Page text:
One of the most important and evergreen questions troubling humanity is the one about the meaning of life. We search for sense in nearly everything we do in order to be able to face adversity. If we can’t see the point in something, we simply don’t want to do it. The same goes for physical activity, and that’s why having long term fitness goals is crucial for achieving success. Here’s what I think about them and what mine are.

Goals we set for ourselves can be short or long term, and the idea behind them is to measure the level of success. A goal is supposed to constitute a sort of a reference point and motivate you to push forward.

A short term goal in strength or hypertrophy training, especially for a beginner, can be doing 20 workouts a month, which can then turn into more of a long term fitness goal of four months of 20 workouts each. 

An intermediate lifter can aim for five reps of 225 lbs on a flat bench, which is something that may take a while to achieve. 

Long term fitness goals can also consist of a specific body weight or body fat level but is focusing solely on numbers and performance at the gym a good idea?

Looking at fitness beyond sport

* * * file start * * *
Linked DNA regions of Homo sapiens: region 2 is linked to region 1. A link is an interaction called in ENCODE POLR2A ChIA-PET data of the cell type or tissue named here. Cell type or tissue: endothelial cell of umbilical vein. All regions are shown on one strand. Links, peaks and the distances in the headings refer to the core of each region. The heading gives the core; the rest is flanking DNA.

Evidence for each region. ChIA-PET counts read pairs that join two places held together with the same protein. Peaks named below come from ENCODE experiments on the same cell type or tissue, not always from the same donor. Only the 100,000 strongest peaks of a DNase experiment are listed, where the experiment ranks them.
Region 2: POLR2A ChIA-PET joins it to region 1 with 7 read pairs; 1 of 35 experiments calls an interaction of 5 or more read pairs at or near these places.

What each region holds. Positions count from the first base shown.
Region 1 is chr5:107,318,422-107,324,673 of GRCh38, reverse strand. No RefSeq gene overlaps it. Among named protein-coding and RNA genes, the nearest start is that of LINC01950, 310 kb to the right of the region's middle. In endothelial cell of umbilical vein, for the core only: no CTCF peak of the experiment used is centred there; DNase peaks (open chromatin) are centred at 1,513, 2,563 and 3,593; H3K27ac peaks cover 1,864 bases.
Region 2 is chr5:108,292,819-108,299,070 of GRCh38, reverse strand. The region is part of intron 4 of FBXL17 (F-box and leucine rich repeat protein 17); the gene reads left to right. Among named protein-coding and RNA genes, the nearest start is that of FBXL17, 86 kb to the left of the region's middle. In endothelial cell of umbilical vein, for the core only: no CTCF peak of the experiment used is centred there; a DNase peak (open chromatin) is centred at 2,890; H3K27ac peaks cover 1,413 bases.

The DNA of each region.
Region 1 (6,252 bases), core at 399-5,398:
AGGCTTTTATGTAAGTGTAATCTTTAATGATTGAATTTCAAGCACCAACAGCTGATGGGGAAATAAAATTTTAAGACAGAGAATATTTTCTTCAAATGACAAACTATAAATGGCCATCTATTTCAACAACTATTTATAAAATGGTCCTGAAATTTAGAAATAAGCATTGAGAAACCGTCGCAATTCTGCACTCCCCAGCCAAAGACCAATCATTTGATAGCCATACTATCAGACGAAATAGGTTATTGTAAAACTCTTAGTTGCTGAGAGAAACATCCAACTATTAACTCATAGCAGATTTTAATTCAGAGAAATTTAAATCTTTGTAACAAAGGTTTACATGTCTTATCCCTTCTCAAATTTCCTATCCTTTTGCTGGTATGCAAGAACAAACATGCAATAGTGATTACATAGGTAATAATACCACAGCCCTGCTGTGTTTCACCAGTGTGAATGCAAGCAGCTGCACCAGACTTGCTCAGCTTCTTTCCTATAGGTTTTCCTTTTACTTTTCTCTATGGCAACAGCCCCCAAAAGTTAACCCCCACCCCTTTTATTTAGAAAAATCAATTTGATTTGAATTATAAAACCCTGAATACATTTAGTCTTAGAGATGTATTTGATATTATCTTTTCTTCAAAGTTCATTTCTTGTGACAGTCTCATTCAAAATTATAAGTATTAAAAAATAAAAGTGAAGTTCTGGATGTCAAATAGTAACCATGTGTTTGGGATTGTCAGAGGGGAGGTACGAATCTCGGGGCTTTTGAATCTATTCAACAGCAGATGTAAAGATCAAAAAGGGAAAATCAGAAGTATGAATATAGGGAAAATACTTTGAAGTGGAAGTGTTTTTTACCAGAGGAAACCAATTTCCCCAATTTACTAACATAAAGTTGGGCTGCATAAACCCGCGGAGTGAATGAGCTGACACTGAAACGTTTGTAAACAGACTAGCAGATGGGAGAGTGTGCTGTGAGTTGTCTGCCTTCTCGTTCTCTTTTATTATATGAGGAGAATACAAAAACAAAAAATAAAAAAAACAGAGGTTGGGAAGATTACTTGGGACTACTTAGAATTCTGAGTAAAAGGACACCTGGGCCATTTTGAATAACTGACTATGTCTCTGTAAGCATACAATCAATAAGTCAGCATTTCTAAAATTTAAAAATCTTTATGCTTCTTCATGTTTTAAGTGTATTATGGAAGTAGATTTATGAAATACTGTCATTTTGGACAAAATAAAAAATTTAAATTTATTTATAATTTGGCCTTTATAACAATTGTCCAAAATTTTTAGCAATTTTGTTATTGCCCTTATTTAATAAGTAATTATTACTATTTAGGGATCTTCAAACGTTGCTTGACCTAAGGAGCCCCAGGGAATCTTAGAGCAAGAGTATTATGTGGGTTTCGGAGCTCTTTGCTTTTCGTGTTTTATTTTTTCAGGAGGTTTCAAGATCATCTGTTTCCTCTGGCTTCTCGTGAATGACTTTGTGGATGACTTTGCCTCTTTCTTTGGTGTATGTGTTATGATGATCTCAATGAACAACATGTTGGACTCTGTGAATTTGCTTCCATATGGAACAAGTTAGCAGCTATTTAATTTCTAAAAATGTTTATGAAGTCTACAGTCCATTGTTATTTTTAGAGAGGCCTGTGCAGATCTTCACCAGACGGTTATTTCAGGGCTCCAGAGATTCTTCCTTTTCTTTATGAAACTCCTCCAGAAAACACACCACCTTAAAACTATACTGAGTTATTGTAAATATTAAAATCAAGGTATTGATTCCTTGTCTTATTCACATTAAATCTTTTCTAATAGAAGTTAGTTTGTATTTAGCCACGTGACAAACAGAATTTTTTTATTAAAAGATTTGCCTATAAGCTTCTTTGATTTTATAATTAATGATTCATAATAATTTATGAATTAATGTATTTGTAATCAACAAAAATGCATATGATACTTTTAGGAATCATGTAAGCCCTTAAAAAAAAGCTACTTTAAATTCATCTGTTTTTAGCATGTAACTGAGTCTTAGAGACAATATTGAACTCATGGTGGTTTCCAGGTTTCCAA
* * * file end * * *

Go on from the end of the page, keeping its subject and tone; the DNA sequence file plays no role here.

I keep saying that the gym isn’t just physicality but also a whole lot of mental games. Across months and years both your body and mind change. 

Muscles are capable of steady hard work but it’s the brain that controls them and drives them to act. Effort starts in your head.

When you’re not in the optimal mood, when the motivation drops, when habits fail, when your internal voice keeps saying “not today, let it go”, you’ll need a deeper motive that pushes you to do what you do. 

You have to develop a personal training philosophy as early as you can.  

Why you should be thinking about training long term 

The problem with reaching your goals, which I feel like not many people are talking about, is that it doesn’t deliver a lasting satisfaction. Completing a goal is somewhat like an orgasm – pleasant while it lasts, but leaving you with a kind of emptiness which makes you question certain things. 

Meanwhile, it’s the very chase after the rabbit that makes you better in the process. Don’t get me wrong, it’s not like you shouldn’t be reaching your goals, but at the same time you have to realize you’ll need more of them. Otherwise you’re risking losing the purpose.

Goals can be various and set in different timeframes. Their nature can be lasting, instead of being a set point in time, which can render their full completion impossible, something you actually want. 

In other words, you’re steadily but never fully completing them at the same time.

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Your long term fitness goals should be grounded in something more than just passion for sport. If you feel like the gym isn’t a seasonal fling for you, it may be a good idea to link as many important aspects of your life to it as possible.  

Look at the questions below. Answering them should help you figure out your own long term fitness goals.